Create and Deploy ARM Templates is the second post in our getting started with ARM templates blog series.
In the first post we covered some of the basics of ARM Templates, specifically what they are and how to use them. So in this post, we are going look at how you can create and deploy them. Including how you can test and troubleshoot these deployments.
Create ARM Templates
The first thing that we need to do is pick our authoring tool for creating our templates. With this in mind, let’s see what options are available?
• Visual Studio – provides a rich set of features for creating and deploying ARM templates. In order to leverage these features we will need to install the Azure Resource Manager tools, under the Azure development components.
• VS Code – conversely, VS Code and the Azure Resource Manager (ARM) Tools extension offers a lightweight alternative to Visual Studio but lacks some of the quick start and deployment features so it is better suited to authors with experience.
VS Code – Azure Resource Manager (ARM) Tools.
Before you jump in and create an ARM template it is important to understand the different options available. Because some of these options are better suited to specific scenarios. For example if you are creating ARM templates for existing Azure resources. You might find it easier to export a template from the Azure Portal and customise it. Rather than building them from scratch.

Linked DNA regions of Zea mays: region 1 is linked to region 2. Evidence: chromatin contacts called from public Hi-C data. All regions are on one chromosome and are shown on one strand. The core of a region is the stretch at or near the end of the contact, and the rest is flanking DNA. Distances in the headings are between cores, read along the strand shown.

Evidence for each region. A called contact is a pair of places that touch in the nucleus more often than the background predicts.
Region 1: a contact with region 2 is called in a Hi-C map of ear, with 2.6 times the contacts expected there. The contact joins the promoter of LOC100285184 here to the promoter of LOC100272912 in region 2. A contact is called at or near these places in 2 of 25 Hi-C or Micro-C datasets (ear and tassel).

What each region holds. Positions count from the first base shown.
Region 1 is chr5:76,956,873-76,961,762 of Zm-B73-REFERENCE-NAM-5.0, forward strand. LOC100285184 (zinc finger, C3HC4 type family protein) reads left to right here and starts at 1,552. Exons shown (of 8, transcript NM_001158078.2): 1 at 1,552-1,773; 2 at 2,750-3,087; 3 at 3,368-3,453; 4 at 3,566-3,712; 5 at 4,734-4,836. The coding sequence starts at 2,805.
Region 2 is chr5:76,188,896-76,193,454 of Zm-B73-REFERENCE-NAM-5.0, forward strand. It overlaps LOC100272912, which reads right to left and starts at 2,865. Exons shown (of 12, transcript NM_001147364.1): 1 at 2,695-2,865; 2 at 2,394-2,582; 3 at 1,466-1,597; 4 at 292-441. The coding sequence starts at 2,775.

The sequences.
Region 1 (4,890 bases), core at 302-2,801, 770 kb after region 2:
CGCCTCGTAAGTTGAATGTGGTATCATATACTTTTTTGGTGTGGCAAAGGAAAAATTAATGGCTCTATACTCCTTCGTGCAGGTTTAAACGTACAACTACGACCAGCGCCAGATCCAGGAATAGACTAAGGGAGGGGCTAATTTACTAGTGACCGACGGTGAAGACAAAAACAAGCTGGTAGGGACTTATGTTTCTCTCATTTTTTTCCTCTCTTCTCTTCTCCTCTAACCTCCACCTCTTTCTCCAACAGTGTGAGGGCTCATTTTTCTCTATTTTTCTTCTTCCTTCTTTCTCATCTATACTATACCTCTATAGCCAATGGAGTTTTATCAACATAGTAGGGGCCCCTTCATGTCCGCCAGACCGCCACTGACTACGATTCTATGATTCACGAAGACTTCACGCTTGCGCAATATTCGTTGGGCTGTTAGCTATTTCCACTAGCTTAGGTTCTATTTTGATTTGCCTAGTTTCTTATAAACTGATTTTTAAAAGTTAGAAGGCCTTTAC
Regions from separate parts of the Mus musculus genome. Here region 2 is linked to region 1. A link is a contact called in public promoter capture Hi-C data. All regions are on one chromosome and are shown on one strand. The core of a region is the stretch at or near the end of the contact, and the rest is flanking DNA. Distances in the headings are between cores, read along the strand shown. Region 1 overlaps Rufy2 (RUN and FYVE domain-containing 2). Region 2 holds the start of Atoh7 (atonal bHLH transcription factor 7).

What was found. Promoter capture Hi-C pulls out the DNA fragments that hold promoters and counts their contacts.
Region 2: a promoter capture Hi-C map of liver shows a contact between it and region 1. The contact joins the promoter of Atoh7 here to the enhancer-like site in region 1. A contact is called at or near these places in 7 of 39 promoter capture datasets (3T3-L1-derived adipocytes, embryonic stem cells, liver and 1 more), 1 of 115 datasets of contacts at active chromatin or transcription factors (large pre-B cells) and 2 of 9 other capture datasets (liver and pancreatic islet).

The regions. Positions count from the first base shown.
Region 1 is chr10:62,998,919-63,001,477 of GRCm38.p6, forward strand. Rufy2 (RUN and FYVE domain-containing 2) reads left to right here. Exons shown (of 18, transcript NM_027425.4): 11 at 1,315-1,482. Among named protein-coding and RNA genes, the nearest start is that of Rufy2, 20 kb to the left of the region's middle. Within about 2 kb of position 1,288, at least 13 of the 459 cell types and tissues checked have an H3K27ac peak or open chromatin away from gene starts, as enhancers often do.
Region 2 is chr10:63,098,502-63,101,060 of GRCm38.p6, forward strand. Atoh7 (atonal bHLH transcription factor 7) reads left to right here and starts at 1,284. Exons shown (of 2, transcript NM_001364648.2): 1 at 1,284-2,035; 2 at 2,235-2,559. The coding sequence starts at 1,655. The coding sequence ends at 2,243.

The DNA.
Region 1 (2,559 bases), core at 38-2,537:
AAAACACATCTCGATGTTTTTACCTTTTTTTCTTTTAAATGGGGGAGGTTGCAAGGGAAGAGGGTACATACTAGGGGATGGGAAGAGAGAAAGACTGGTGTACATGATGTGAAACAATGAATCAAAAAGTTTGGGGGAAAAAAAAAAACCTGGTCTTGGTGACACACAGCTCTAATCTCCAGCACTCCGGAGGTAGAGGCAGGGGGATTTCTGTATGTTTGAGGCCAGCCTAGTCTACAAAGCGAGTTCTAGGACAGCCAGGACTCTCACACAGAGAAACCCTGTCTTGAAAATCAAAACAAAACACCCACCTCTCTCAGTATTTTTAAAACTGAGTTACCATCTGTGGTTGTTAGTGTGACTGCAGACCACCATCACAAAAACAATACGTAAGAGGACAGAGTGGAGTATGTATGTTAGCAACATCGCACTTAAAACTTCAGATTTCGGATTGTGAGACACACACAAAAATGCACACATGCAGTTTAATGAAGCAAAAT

Export Existing Resources
First and foremost you can export templates via the Azure Portal, Azure CLI or Azure PowerShell Module. Including at the resource or resource group level. Exporting at a resource group level includes all of the resources within the resource group. And as a result a single ARM template containing all of the resources is created. Because of this, if you have a lot of resources in your resource group it might be easier to export single resource at a time rather than all resources. Especially, if you are just getting started working with ARM Templates.
In order to export an individual resource via the Azure Portal, navigate to the resource that you wish to export and select Export Template from the left-hand navigation menu.
Azure Marketplace – Template deployment
In addition, the Template deployment (deploy using custom templates) extension from the Azure Marketplace gives you the ability to not only create. And deploy your custom template but also provides you with some common templates.
For example, the templates available in te Azure Quickstart Templates repository on GitHub.
Create via Azure Portal
Furthermore, you can also use the Azure Portal to create your ARM Templates. First use the create new resource. Next define the resource we want to be created and then select the Download a template for automation from the Review + Create screen.